In 2010 Torres performed his first concerto for orchestra and congas entitled “Ciudad Oculta” with the Philharmonic of Bogota. After an acclaimed response, he was invited to perform the same concert with the Philharmonic of Cali as part of the jazz festival, Ajazzgo in 2011.
The same year Torres’ “Ciclica” premiered with a string and conga orchestra at Mansion House in London with the London Symphony, the concert was in honor of Juan Manuel Santos, the president of Colombia at the time.
In 2012 the multifaceted percussionist and composer was awarded a New Jazz Works Grant by Chamber Music America, for which he composed Forced Displacement (Zoho Music) a profoundly deep 10 movement suite that addresses tragic issues occurring in his beloved native country of Colombia.
In 2017 Chamber Music America awarded Torres for the second time the New Jazz Works Grant, under which his latest work entitled, Alegría (which means “happiness” ) came about. Torres has the distinction of being the first-hand percussionist to receive this grant. Alegría pays homage to the people of his native Colombia, as well as other Latin American nations. The music of this most recent body of work is a response to his previous album Forced Displacement (2015), which was influenced by the violence and unrest affecting his homeland. However, through Alegría, the response is one of hope and praise to the resilient spirit and remarkable ability of his people to make the best of a bad situation. Inspired by the vibrant urban and Latin dance music scenes of Colombia, the music in this latest album exemplifies how people use the language of music to express those feelings of optimism and faith. Musically, this latest work by Torres merges classic jazz traditions with more contemporary Latin urban sounds, as well as popular music styles such as boogaloo, cumbia, and Afro-Cuban jazz.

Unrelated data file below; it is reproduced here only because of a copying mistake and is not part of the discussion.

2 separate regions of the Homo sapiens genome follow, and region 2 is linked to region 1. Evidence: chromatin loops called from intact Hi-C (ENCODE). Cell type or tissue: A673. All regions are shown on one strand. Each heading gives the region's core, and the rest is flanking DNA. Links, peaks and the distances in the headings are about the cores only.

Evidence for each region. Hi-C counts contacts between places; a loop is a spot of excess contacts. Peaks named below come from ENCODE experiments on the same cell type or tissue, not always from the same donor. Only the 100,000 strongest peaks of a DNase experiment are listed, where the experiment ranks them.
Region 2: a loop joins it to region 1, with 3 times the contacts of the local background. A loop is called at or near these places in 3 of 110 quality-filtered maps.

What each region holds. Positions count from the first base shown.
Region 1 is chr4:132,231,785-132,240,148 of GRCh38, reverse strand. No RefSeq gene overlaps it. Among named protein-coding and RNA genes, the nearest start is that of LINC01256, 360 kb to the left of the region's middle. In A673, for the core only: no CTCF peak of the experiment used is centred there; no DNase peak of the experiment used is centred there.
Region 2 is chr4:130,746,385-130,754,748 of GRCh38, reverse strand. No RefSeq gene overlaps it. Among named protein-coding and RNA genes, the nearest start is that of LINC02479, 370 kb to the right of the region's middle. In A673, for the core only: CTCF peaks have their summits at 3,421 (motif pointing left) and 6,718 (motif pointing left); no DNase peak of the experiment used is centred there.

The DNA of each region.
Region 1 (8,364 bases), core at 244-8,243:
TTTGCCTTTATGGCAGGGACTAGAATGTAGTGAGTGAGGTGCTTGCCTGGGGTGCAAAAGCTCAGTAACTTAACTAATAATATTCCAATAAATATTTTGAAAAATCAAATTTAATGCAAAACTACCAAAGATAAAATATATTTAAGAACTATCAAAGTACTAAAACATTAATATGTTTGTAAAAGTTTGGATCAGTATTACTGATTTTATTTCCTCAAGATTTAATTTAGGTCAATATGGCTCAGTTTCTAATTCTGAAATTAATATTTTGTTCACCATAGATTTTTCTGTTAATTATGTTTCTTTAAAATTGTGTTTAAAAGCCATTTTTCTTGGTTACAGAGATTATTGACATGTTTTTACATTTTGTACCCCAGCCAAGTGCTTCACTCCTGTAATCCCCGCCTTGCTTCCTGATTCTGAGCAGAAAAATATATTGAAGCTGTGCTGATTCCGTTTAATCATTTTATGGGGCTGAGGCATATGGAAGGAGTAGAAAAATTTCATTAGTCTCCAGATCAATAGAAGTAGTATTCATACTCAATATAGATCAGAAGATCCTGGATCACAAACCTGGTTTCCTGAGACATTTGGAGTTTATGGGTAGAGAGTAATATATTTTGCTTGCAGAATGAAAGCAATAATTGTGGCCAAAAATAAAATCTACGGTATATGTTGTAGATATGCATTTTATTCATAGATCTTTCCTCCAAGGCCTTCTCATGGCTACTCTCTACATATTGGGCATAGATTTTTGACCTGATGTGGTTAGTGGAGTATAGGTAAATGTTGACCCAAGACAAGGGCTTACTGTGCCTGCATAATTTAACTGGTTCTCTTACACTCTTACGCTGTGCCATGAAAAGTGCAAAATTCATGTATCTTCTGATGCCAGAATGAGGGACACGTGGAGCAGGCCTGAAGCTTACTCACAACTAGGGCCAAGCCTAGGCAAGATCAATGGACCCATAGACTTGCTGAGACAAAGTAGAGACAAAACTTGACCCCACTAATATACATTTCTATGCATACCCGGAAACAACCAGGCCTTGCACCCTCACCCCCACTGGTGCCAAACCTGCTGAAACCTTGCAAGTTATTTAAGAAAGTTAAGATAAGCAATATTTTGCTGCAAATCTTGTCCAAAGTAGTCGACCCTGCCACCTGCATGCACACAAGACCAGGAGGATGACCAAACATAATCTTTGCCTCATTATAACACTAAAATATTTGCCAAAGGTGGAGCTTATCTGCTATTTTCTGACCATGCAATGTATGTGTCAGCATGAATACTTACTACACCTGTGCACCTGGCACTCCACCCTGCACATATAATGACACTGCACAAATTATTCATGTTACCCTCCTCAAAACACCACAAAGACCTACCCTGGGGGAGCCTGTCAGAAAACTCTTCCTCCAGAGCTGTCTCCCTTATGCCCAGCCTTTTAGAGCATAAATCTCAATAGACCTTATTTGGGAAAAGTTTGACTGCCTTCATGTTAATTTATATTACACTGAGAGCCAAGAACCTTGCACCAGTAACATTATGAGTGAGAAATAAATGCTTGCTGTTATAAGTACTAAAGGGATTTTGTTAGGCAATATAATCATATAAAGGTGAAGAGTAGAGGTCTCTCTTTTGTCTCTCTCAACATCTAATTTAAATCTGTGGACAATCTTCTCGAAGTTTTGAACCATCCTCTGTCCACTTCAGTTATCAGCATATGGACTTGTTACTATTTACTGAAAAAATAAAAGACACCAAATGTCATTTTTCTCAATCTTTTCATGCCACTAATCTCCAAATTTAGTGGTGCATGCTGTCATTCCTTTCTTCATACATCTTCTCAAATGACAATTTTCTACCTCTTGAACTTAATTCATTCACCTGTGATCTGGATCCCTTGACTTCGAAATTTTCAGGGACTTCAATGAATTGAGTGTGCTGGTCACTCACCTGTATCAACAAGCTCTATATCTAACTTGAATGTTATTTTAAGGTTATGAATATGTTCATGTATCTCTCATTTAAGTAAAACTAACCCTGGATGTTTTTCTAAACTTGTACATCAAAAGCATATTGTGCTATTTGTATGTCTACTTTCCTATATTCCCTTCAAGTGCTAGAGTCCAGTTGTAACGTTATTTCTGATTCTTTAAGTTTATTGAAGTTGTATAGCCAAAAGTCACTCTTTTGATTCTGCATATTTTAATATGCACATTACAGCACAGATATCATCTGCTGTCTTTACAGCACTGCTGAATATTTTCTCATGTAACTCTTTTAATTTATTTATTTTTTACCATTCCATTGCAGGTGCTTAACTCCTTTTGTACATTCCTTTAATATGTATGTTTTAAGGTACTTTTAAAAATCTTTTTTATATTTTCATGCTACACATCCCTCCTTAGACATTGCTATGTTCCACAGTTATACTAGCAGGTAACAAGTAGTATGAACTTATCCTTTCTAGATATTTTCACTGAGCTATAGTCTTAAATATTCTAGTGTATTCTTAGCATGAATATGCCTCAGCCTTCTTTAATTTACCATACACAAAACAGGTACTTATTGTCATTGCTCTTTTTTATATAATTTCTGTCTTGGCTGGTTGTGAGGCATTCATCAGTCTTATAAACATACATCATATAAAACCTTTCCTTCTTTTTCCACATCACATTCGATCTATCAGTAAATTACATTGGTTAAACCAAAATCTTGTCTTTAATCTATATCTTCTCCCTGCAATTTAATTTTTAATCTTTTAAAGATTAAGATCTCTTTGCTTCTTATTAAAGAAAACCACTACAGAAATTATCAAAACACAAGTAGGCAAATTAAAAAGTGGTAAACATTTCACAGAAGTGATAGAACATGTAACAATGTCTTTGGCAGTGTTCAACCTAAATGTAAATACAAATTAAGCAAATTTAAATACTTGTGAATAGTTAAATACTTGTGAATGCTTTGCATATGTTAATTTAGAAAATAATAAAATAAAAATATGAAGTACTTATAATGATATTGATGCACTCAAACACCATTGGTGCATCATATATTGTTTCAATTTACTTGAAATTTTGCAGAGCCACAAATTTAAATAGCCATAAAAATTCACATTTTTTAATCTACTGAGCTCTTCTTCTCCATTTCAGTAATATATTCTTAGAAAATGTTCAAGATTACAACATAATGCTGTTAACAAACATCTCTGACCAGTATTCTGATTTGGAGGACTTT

In 2017 Torres also recorded the album “Regreso” with the New Philharmonic of Bogota, which includes his two concertos “Ciclica” and “Regreso,” the latter which had premiered in Germany with the Berlin Symphony in 2014. “Regreso,” without a doubt one of Torres’ finest works was most recently awarded the prestigious Latin Grammy Award under the category of best classical album.
Having participated in a number of Grammy, Latin Grammy and Emmy award-winning and nominated productions, Torres continues cultivating a successful musical career that will no doubt have many milestones to come.
Currently Samuel Torres is performing his most recent project Alegría, which was released to great critical acclaim at the renowned Dizzy’s Club at Jazz at Lincoln Center.